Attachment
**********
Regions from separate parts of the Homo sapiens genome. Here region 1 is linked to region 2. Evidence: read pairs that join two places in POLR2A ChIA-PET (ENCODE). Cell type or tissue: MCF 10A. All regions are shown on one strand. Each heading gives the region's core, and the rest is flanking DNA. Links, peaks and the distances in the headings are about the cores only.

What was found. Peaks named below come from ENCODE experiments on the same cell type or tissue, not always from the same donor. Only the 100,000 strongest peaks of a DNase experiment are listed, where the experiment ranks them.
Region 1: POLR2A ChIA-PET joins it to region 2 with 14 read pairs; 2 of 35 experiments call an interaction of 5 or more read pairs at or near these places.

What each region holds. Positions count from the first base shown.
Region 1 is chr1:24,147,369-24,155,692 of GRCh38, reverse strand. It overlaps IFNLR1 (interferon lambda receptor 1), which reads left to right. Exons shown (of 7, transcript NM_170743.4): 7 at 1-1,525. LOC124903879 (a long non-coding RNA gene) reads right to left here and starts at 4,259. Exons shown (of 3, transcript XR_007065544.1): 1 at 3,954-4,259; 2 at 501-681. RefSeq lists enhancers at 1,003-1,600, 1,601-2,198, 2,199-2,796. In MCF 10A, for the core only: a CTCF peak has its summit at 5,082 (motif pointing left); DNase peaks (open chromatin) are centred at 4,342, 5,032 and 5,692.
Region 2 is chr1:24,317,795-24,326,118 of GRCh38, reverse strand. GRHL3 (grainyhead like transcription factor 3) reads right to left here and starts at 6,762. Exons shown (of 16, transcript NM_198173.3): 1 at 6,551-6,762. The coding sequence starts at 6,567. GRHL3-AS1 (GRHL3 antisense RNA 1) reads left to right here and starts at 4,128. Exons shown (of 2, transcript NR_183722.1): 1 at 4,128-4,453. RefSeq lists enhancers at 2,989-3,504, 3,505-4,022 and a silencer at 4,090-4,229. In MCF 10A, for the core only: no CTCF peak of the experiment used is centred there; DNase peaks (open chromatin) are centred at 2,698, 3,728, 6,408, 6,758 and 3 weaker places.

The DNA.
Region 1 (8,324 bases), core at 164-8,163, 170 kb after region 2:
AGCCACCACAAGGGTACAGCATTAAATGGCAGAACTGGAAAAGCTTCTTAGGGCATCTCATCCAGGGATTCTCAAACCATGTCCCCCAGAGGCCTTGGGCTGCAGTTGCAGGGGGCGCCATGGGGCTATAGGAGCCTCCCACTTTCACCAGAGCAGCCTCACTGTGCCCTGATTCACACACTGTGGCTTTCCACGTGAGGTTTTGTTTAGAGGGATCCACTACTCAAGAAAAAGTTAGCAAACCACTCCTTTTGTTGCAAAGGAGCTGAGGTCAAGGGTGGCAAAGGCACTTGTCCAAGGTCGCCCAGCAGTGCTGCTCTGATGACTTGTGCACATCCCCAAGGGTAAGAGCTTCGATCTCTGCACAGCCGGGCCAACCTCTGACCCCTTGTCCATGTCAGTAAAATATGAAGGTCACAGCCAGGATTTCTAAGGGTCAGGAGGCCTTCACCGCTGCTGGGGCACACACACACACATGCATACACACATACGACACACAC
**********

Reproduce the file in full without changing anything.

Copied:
Regions from separate parts of the Homo sapiens genome. Here region 1 is linked to region 2. Evidence: read pairs that join two places in POLR2A ChIA-PET (ENCODE). Cell type or tissue: MCF 10A. All regions are shown on one strand. Each heading gives the region's core, and the rest is flanking DNA. Links, peaks and the distances in the headings are about the cores only.

What was found. Peaks named below come from ENCODE experiments on the same cell type or tissue, not always from the same donor. Only the 100,000 strongest peaks of a DNase experiment are listed, where the experiment ranks them.
Region 1: POLR2A ChIA-PET joins it to region 2 with 14 read pairs; 2 of 35 experiments call an interaction of 5 or more read pairs at or near these places.

What each region holds. Positions count from the first base shown.
Region 1 is chr1:24,147,369-24,155,692 of GRCh38, reverse strand. It overlaps IFNLR1 (interferon lambda receptor 1), which reads left to right. Exons shown (of 7, transcript NM_170743.4): 7 at 1-1,525. LOC124903879 (a long non-coding RNA gene) reads right to left here and starts at 4,259. Exons shown (of 3, transcript XR_007065544.1): 1 at 3,954-4,259; 2 at 501-681. RefSeq lists enhancers at 1,003-1,600, 1,601-2,198, 2,199-2,796. In MCF 10A, for the core only: a CTCF peak has its summit at 5,082 (motif pointing left); DNase peaks (open chromatin) are centred at 4,342, 5,032 and 5,692.
Region 2 is chr1:24,317,795-24,326,118 of GRCh38, reverse strand. GRHL3 (grainyhead like transcription factor 3) reads right to left here and starts at 6,762. Exons shown (of 16, transcript NM_198173.3): 1 at 6,551-6,762. The coding sequence starts at 6,567. GRHL3-AS1 (GRHL3 antisense RNA 1) reads left to right here and starts at 4,128. Exons shown (of 2, transcript NR_183722.1): 1 at 4,128-4,453. RefSeq lists enhancers at 2,989-3,504, 3,505-4,022 and a silencer at 4,090-4,229. In MCF 10A, for the core only: no CTCF peak of the experiment used is centred there; DNase peaks (open chromatin) are centred at 2,698, 3,728, 6,408, 6,758 and 3 weaker places.

The DNA.
Region 1 (8,324 bases), core at 164-8,163, 170 kb after region 2:
AGCCACCACAAGGGTACAGCATTAAATGGCAGAACTGGAAAAGCTTCTTAGGGCATCTCATCCAGGGATTCTCAAACCATGTCCCCCAGAGGCCTTGGGCTGCAGTTGCAGGGGGCGCCATGGGGCTATAGGAGCCTCCCACTTTCACCAGAGCAGCCTCACTGTGCCCTGATTCACACACTGTGGCTTTCCACGTGAGGTTTTGTTTAGAGGGATCCACTACTCAAGAAAAAGTTAGCAAACCACTCCTTTTGTTGCAAAGGAGCTGAGGTCAAGGGTGGCAAAGGCACTTGTCCAAGGTCGCCCAGCAGTGCTGCTCTGATGACTTGTGCACATCCCCAAGGGTAAGAGCTTCGATCTCTGCACAGCCGGGCCAACCTCTGACCCCTTGTCCATGTCAGTAAAATATGAAGGTCACAGCCAGGATTTCTAAGGGTCAGGAGGCCTTCACCGCTGCTGGGGCACACACACACACATGCATACACACATACGACACACAC